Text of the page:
Update, 4pm: A resolution from NDP Dartmouth North Susan Leblanc requesting Coombes be allowed to participate in the Emergency Debate “virtually” received unanimous consent from all elected representatives.
The Progressive Conservatives also tabled a bill that may be debated at a later date that would allow any MLA to participate virtually in legislative sessions so long as there is a quorum of 15 elected Members and leaders physically present in the House of Assembly.
When today’s emergency session of the Nova Scotia legislature resumes, it will be absent at least one MLA who has been denied permission to participate.
The legislature is being recalled by Premier Tim Houston to vote against a binding recommendation that would give MLAs a 12% pay raise.
Exactly two weeks ago, on July 12, Kendra Coombes gave birth to her second child, Isla Quinn Brown, via a C-section surgery. Coombes is the elected NDP representative for Cape Breton Centre-Whitney Pier.
Because Coombes is unable to travel, the NDP Caucus asked the other political parties if they would support a request to let Coombes participate from home, using video conferencing. In fact, Coombes participated virtually in a Public Accounts Committee meeting three weeks ago because her doctor advised against travelling so close to the delivery.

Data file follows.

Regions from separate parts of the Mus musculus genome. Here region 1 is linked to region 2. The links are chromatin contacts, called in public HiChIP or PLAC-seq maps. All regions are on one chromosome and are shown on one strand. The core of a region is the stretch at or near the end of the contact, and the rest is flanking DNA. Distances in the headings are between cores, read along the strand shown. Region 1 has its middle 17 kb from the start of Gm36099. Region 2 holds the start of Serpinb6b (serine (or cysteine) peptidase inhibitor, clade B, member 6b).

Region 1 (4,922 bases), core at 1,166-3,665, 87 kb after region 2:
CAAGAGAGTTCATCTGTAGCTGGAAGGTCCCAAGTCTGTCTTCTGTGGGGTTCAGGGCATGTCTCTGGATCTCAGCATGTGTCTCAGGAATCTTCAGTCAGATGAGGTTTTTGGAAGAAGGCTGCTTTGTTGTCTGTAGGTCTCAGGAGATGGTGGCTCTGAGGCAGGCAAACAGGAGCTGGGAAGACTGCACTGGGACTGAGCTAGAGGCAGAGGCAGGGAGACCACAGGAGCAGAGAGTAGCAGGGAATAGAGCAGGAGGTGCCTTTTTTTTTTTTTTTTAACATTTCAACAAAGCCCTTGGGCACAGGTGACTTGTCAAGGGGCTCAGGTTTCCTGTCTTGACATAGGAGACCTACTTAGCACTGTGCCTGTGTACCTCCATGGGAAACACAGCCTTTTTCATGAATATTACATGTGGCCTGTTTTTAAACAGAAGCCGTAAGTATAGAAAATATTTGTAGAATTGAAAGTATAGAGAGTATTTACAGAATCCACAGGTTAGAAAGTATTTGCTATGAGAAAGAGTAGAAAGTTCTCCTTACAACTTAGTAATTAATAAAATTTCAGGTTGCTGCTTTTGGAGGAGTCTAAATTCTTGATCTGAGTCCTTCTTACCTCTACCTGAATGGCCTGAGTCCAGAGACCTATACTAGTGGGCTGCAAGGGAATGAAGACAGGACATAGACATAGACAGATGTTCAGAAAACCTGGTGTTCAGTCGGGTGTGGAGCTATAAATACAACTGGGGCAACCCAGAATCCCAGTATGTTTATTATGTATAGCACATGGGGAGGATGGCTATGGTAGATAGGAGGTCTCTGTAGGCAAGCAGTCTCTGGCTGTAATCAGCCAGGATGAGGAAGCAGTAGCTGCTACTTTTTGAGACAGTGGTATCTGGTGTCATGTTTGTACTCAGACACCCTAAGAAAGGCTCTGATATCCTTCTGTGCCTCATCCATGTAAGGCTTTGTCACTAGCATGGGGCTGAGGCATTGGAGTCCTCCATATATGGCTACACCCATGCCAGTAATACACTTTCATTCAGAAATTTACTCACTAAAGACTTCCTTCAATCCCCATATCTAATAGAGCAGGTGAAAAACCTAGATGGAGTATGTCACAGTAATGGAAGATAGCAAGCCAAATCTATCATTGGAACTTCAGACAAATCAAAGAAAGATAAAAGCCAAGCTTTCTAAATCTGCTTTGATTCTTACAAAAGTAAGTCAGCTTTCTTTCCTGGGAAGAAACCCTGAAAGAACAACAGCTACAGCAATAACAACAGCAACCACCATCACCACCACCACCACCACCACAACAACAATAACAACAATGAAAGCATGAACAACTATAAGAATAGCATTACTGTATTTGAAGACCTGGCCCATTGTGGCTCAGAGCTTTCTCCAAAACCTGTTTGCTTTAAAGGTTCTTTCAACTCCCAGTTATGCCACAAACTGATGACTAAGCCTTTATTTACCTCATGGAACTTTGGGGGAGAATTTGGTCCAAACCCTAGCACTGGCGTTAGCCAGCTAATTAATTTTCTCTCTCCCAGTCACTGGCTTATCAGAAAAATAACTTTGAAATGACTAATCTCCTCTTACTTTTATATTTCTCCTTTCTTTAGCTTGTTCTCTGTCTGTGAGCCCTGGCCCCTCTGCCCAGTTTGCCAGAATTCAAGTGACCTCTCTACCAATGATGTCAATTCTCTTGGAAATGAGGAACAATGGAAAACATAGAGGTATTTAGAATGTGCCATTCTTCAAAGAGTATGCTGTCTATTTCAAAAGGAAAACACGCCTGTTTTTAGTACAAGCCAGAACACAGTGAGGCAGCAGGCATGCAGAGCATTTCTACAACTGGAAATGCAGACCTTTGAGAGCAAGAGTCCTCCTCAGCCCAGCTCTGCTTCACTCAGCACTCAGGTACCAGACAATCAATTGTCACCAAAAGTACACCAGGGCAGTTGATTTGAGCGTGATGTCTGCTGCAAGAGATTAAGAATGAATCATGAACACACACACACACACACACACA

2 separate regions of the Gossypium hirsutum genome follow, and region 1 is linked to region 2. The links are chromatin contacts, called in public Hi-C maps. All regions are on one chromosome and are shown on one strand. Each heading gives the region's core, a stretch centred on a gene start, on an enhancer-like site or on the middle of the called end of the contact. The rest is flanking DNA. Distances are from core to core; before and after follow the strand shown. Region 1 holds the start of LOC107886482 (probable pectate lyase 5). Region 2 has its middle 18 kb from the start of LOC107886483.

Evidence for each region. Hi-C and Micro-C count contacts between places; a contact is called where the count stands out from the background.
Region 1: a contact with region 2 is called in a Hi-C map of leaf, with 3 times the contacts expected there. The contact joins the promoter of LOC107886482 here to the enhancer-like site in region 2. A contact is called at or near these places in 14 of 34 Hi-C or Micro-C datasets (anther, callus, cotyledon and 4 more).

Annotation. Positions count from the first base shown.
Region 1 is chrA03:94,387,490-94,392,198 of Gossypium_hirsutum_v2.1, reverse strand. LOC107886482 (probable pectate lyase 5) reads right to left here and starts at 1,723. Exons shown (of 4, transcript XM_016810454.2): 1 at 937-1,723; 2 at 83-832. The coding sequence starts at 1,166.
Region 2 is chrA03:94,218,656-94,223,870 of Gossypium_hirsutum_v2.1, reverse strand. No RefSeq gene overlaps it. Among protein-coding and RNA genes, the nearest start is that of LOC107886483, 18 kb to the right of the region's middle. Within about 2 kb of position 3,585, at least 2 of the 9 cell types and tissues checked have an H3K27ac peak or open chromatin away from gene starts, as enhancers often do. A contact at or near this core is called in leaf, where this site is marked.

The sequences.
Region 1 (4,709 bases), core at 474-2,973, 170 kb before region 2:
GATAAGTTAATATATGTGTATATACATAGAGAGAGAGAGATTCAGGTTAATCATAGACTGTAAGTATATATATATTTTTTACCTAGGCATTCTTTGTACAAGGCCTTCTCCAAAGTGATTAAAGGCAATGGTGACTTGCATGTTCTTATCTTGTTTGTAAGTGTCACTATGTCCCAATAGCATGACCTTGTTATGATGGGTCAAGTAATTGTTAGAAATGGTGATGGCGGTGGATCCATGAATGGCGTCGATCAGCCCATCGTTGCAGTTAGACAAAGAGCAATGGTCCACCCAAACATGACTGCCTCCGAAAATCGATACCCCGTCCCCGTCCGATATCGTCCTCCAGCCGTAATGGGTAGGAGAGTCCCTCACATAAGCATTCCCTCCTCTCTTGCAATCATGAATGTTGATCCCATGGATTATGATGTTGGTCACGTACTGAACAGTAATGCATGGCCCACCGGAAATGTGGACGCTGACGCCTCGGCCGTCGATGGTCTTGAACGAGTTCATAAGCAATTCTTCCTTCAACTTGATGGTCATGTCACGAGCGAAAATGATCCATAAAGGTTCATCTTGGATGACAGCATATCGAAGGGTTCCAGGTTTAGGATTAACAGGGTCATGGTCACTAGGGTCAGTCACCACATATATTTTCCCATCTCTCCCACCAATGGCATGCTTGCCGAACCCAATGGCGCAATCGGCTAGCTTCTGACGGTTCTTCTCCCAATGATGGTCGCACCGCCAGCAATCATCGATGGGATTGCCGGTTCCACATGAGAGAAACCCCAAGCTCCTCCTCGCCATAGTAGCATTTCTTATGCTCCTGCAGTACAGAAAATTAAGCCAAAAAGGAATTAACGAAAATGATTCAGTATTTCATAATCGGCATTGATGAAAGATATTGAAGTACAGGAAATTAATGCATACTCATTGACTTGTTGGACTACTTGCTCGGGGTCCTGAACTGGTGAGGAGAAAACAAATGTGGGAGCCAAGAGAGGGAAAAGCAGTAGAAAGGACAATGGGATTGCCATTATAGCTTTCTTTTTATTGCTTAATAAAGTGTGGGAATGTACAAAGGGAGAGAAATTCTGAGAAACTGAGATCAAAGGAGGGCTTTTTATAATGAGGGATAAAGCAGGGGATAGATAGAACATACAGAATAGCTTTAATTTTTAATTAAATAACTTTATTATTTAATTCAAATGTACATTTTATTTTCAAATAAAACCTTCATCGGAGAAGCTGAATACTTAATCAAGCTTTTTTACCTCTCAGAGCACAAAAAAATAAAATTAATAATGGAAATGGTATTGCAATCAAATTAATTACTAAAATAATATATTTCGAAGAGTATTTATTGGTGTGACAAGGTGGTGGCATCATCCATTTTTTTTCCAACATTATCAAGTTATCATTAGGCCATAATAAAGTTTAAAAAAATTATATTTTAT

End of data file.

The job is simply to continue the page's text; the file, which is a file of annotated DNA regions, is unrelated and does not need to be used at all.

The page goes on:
Last week, the legislative clerk conducted a poll of all 55 MLAs to indicate “yes” or “no” whether they would support Coombes’ request to work from home during what is expected to be a short-lived session.
According to Clerk James Charlton, this type of a request made outside of the legislature requires the unanimous consent of all MLAs. The request was denied after not all MLAs supported it — a decision that disappointed Coombes.
“By not giving consent they are blocking me from doing my work in a way that would accommodate being a new parent,” said Coombes. “There is a feeling of having to ask my colleagues, the majority of whom are men, for this permission that leaves a bad taste. In a space that is still only one-third women, we have to do better to make sure people see themselves in the legislature.”
This appears to be the first time a sitting member of the Nova Scotia legislature has given birth. Making a minor accommodation for a new parent in most other workplaces would not be a big deal. What’s going on here?
“We know there are emergencies that should be addressed in the legislature and the premier calling the house back for this summer sitting is an opportunity to talk about the health care and the cost of living crises,” said Coombes, the NDP deputy House leader and critic for Public Works. “But if we want a more inclusive and diverse legislature that includes more women and young parents we have to make sure systems are in place to ensure they can participate.”
We will never know who voted to deny Coombes the opportunity to participate because it is a secret ballot It would be useful to know how many MLAs blocked the request by voting “no” but because this was a poll taken outside the legislature, there are no rules governing the voting procedure as there are inside the Legislature.